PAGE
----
[cfe-dev] Suppress secondary diagnostics for typo correction

Richard Smith via cfe-dev cfe-dev at lists.llvm.org
Fri Oct 30 13:31:32 PDT 2020

On Fri, 30 Oct 2020 at 11:37, David Blaikie <dblaikie at gmail.com> wrote:

> On Fri, Oct 30, 2020 at 11:21 AM Richard Smith <richard at metafoo.co.uk>
> wrote:
>> On Fri, 30 Oct 2020 at 10:15, David Blaikie <dblaikie at gmail.com> wrote:
>>> A major goal of Clang's diagnostic experience is that if a fixit is
>>> suggested (such as a typo correction) then subsequent errors are exactly
>>> as-if the fixit had been applied. It sounds like your suggestion would go
>>> counter to that?
>>> I think there's probably a good argument to be made that not all typo
>>> corrections are high-confidence enough to merit a fixit on the error itself
>>> - if the fixit is on a note instead, the above requirement of recovery
>>> isn't applicable (so that's where we can put, say "did you mean if (a ==
>>> b)" as well as "did you mean if ((a = b))" fixits on alternative notes on
>>> the general -Wparentheses warning) - so perhaps having some level of typo
>>> correction confidence would be useful to determine which kind of recovery
>>> we should do - full recovery as if the user wrote the code (with a fixit
>>> hint attached to the error itself) or "well, we're not sure but here's out
>>> best guess" where an invalid expr is created and the fixit hint is attached
>>> to a note with some wording that's a bit more vague/conveys the increased
>>> uncertainty compared to the former case.
>> Right. It's an explicit goal to recover as if the typo-correction is
>> applied, in the case where we're confident that it's right. Currently we
>> get that confidence by checking the enclosing context in which the typo
>> appears is valid once the correction is applied. But that's imperfect in
>> various ways -- one of them is that the context we check is a little too
>> narrow sometimes; another (the issue in this case) is that making the
>> enclosing context be valid is not really sufficient to know that the typo
>> correction actually makes sense.
>> Perhaps we could add some further heuristics to determine whether the
>> result of typo correction seems reasonable before deciding we're confident
>> it's correct; I could imagine, for example, annotating warnings with a
>> "causes typo correction to be considered 'bad'" flag, in much the same way
>> as we have a "causes SFINAE failure" flag, and using that to validate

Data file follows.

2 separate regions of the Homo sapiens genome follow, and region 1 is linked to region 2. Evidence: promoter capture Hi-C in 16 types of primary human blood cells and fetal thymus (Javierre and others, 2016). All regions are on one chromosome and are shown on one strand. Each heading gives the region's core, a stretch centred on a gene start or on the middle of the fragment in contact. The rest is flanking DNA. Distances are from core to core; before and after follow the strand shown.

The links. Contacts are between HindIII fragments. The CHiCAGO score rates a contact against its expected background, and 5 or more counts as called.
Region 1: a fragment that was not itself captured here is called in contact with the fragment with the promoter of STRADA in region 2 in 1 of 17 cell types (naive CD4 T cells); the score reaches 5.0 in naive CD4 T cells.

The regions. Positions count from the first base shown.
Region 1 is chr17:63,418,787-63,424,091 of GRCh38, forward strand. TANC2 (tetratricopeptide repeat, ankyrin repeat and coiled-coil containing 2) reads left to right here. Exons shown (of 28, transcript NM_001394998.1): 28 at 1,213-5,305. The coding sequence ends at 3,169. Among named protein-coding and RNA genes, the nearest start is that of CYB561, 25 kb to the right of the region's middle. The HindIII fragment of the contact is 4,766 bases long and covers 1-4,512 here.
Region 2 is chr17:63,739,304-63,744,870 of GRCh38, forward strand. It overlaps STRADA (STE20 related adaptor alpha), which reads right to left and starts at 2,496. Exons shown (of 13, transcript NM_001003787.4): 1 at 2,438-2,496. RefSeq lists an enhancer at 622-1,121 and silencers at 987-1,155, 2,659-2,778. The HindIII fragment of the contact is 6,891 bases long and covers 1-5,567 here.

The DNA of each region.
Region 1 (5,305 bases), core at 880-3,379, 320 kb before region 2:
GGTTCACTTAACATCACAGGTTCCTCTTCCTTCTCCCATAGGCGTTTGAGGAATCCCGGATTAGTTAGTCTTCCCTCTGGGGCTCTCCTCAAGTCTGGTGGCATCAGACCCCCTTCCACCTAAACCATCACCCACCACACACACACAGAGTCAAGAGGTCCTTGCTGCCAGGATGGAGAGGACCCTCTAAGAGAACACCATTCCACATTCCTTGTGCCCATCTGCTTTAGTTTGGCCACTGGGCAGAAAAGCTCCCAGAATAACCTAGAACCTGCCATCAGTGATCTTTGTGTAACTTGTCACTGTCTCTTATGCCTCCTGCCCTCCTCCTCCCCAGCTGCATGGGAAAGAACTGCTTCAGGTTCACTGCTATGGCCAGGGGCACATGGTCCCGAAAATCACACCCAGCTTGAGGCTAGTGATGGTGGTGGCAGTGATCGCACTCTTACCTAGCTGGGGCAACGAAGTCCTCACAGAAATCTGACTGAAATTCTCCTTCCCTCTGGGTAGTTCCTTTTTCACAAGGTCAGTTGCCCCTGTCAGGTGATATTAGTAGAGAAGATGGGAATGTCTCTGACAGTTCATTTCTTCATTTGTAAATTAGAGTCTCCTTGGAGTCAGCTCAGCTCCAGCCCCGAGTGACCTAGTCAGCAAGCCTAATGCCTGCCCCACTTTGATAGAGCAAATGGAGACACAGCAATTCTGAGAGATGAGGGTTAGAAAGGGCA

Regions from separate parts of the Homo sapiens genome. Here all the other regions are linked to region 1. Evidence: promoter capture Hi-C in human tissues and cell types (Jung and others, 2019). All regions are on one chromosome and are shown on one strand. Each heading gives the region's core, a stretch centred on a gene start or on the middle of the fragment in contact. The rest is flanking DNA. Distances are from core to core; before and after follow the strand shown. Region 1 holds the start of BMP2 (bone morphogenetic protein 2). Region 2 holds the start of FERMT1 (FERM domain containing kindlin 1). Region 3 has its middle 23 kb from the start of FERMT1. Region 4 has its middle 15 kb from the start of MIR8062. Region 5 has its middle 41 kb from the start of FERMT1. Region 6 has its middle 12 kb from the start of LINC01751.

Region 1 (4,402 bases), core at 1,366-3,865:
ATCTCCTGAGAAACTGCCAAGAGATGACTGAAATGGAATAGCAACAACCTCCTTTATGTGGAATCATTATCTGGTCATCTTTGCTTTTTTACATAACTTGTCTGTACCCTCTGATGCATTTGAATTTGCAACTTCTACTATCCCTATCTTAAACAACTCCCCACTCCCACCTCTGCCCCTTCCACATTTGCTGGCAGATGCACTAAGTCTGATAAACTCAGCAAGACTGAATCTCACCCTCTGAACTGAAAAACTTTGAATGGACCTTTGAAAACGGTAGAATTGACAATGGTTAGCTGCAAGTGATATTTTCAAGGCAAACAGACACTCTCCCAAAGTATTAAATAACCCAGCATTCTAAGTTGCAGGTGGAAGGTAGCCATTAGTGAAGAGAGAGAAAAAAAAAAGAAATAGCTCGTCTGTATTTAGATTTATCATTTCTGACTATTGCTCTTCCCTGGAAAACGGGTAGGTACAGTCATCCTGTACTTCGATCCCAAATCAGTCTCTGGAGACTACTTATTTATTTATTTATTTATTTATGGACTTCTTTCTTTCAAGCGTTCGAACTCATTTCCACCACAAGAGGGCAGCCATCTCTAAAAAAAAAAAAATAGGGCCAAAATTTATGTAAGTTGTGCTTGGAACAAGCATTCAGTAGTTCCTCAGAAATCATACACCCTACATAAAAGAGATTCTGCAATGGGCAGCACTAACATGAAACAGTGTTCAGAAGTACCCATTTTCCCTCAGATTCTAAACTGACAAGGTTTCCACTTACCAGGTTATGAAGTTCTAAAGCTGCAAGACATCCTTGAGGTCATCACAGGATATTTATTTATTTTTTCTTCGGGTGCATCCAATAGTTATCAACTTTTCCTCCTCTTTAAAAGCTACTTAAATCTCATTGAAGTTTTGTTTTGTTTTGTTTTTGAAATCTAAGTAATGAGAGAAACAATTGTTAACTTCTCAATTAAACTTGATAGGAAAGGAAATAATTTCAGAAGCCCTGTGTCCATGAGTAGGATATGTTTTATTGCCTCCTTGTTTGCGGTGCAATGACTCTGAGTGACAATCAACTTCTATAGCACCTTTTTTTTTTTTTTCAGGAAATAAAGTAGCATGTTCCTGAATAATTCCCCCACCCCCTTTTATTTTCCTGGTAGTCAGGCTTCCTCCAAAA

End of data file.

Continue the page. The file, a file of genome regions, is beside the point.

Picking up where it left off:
>> corrections -- that is, reject typo corrections not only if they would make
>> the code invalid, but also if they would produce a warning that suggests
>> the code is unlikely to be what the user intended. (In this case I think
>> the warning is actually produced after we've finished correcting the typo,
>> though that's probably not all that hard to fix.)
> Sounds plausible to me - what do you think about the typo correction
> itself being a bit more reserved about what constitutes a recoverable typo
> correction? If the edit distance is too far maybe we shouldn't be
> suggesting it, or should be suggesting it at lower priority (like force V
> free below - I mean, I appreciate the suggestion if that's the nearest
> thing, but even if it did make the code compile without any further
> warnings, I'm not sure it's a sufficiently good guess to recover with it?)

I don't think we have the edit distance computation right yet. force ->
free looks to the edit distance algorithm like two errors (each with a cost
of 1): a spurious 'o' and a 'c' where an 'e' was meant (falling below the
threshold of (length+2)/3 == 2), but to a human they look like completely
different words, whereas getDist -> getDistance looks like 4 errors, which
exceeds the threshold of (7+2)/3 == 3, but to a human would look like
very-likely-correct suggestion.

We'd probably do a lot better if we treated a run of length N of
consecutive additions / removals as having a lower cost than N independent
additions / removals. Similarly, adjacent transposed characters should have
a lower cost than a removal plus an addition / two replacements (which is
how it's currently weighted) -- and should probably have a lower cost than
a single addition or removal. And perhaps a doubled letter should have a
lower cost than a general spurious letter (but maybe I only think that
because the keyboard on my laptop is misbehaving!).

There are other obvious-to-a-human mistakes we make as part of the edit